Even after independence, the fate of these poor Indians, who have not just settled in Sri Lanka for over a century but contributed to one of its global commodities, became a matter of cold bargain between India and Sri Lanka. Fearing the coming together of Tamils from India and the native Sri Lankan Tamils, Sri Lanka wanted to send them back to India. But then prime minister Jawaharlal Nehru did not want them back except in limited numbers. Nor would he pressurise the Sri Lankan government much. He valued the good relationship with Sri Lanka more than the Indian Tamils who were in danger of getting caught in a stateless limbo between India and Sri Lanka. Nehru coldly proclaimed, “we do not consider them our nationals” and “we cannot function on behalf of people who are not our nationals”. He further ruled out “interfering in the affairs of another country”, which would mean “accepting them as our nationals which we don't”. Later, Lal Bahadur Shastri and Indira Gandhi also continued in the same vein.
It is unavoidable that we view Modi’s speech in the historical context of colonial exploitation and Nehruvian neglect of Tamil people. Modi has embarked upon a radically new direction. In his speech, he connected the sufferings of their forefathers and the survival of the present Tamil generation with the resilience they derive from the Sangham era. Then he pointed out that Gandhi, during his only visit to Sri Lanka, desired very much their socio-economic development. He highlighted the syncretic elements in Buddhist and Tamil Hindu spiritual traditions. Each statement of the Prime Minister has an elaborate subtext encoded in it. It jettisons the cold, mechanistic, strictly legal Nehruvian worldview. Modi’s vision instead calls for a humanitarian view of Tamils in Sri Lanka with whom India has an umbilical relation which can never be cut off.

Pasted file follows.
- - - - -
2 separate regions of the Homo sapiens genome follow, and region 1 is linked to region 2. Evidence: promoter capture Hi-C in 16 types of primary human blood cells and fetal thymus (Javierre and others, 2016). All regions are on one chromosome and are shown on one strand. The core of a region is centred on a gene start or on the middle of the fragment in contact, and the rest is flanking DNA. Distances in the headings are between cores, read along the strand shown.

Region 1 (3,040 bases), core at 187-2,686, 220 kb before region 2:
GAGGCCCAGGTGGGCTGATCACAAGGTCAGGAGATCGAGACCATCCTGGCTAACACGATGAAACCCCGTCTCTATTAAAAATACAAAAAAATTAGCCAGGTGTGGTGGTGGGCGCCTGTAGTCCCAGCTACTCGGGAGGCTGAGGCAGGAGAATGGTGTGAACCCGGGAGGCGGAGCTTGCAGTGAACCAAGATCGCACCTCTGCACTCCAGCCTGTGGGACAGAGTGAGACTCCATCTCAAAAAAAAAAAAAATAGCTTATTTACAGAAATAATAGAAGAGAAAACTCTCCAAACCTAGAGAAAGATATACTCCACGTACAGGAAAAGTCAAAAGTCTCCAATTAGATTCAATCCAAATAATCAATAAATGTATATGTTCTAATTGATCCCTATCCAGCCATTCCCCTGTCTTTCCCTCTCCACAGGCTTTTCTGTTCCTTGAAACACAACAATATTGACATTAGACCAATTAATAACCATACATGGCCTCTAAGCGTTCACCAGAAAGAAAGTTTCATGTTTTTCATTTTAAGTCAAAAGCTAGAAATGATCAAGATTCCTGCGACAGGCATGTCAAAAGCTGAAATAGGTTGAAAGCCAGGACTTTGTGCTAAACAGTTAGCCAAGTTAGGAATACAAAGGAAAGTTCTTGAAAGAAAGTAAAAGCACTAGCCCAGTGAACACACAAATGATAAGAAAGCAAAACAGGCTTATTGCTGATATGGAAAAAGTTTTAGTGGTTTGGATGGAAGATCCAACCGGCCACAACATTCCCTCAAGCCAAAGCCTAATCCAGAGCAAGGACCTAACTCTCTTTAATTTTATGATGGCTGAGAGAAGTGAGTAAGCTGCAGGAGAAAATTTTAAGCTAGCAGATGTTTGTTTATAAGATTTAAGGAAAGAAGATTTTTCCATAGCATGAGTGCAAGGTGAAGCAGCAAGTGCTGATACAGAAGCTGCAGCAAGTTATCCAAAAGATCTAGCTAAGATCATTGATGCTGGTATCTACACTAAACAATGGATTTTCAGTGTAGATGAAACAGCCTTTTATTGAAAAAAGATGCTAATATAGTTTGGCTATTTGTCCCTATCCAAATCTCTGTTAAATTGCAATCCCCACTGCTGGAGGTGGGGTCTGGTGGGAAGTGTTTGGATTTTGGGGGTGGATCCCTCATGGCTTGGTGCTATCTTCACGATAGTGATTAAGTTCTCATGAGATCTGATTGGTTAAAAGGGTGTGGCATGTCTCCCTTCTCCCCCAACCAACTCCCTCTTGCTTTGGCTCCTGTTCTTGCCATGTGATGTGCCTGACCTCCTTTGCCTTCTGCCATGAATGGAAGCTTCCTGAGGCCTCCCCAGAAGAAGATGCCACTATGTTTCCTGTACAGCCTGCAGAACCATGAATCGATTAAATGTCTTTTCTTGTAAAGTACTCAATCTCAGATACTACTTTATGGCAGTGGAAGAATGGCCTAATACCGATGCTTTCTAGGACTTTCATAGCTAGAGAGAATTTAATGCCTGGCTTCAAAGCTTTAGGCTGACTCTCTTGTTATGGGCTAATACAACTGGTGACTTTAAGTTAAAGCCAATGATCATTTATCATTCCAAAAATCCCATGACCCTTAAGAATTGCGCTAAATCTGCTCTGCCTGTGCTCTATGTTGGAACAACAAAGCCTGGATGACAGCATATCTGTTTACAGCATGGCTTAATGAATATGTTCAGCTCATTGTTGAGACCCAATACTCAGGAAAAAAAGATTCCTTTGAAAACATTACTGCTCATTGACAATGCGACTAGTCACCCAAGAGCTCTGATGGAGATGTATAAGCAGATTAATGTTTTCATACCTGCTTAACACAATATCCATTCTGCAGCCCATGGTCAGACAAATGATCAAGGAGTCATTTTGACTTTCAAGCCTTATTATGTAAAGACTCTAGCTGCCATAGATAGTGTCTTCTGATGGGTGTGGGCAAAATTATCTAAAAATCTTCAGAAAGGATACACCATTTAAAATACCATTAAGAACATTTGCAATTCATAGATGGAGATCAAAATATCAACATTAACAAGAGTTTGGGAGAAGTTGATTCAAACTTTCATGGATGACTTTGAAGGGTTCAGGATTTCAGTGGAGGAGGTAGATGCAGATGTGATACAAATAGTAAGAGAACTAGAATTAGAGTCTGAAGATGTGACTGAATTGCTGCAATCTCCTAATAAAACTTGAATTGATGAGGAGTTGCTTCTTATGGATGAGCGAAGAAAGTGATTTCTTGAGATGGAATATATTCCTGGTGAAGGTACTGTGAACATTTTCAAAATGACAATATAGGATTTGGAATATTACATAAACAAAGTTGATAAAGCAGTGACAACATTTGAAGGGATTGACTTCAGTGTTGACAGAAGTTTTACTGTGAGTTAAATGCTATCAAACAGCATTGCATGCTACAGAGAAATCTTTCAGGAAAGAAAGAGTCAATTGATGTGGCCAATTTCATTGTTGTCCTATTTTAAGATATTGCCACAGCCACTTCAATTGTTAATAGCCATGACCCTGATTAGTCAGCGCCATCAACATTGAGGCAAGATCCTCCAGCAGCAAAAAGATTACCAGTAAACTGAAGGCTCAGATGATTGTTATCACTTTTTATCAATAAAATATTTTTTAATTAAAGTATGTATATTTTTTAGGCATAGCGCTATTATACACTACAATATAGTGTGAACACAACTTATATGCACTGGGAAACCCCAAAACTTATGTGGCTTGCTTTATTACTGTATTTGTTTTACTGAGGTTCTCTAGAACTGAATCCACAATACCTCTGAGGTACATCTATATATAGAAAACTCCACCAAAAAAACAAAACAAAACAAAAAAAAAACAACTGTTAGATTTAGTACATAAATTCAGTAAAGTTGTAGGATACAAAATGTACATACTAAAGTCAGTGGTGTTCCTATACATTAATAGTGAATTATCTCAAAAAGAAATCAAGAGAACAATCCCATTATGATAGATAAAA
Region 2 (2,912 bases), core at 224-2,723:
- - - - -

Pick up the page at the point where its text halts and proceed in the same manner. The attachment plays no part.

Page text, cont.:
At the same time, Modi called for the integration of Tamils with Sri Lanka – not as submissive minorities but equal partners who share cultural traditions and who have contributed immensely to the economic growth of Sri Lanka.
The inauguration of a new 150-bed hospital complex in Dickoya, which has been constructed with Indian assistance, shows a new commitment in the infrastructural development of the region with special attention to Tamils of Indian origin. The cultural ties are getting further strengthened with a direct flight between Varanasi – a Saivaite pilgrimage centre – and Sri Lanka. This will help both Hindu and Buddhist pilgrims; the latter can board a flight to visit Sarnath – the famous Buddhist pilgrim centre just 10km from Varanasi. Perhaps Modi government could also plan a Saivaite pilgrimage route connecting Trincomalee, Chidambaram and Varanasi. This would go a long way in empowering Sri Lankan Tamils as equal partners in Sri Lankan nation building.
The visit by the Indian Prime Minister clearly aims to achieve in Sri Lanka a radically positive strategy. It is putting Sri Lankan Tamils on an important, equal footing, and acknowledging them as an unavoidable economic growth force. India aims to play the role of a catalyst here.
Simultaneously, India also seeks to emphasise the cultural and spiritual syncretism that exists between India and Sri Lanka on the one hand and between Saivaite Hinduism and Buddhism on the other. All of this together will help India foster peaceful and prosperous regional development – a vision based on harmony and goodwill among the neighbouring countries without compromising on the welfare of the people of Indian origin.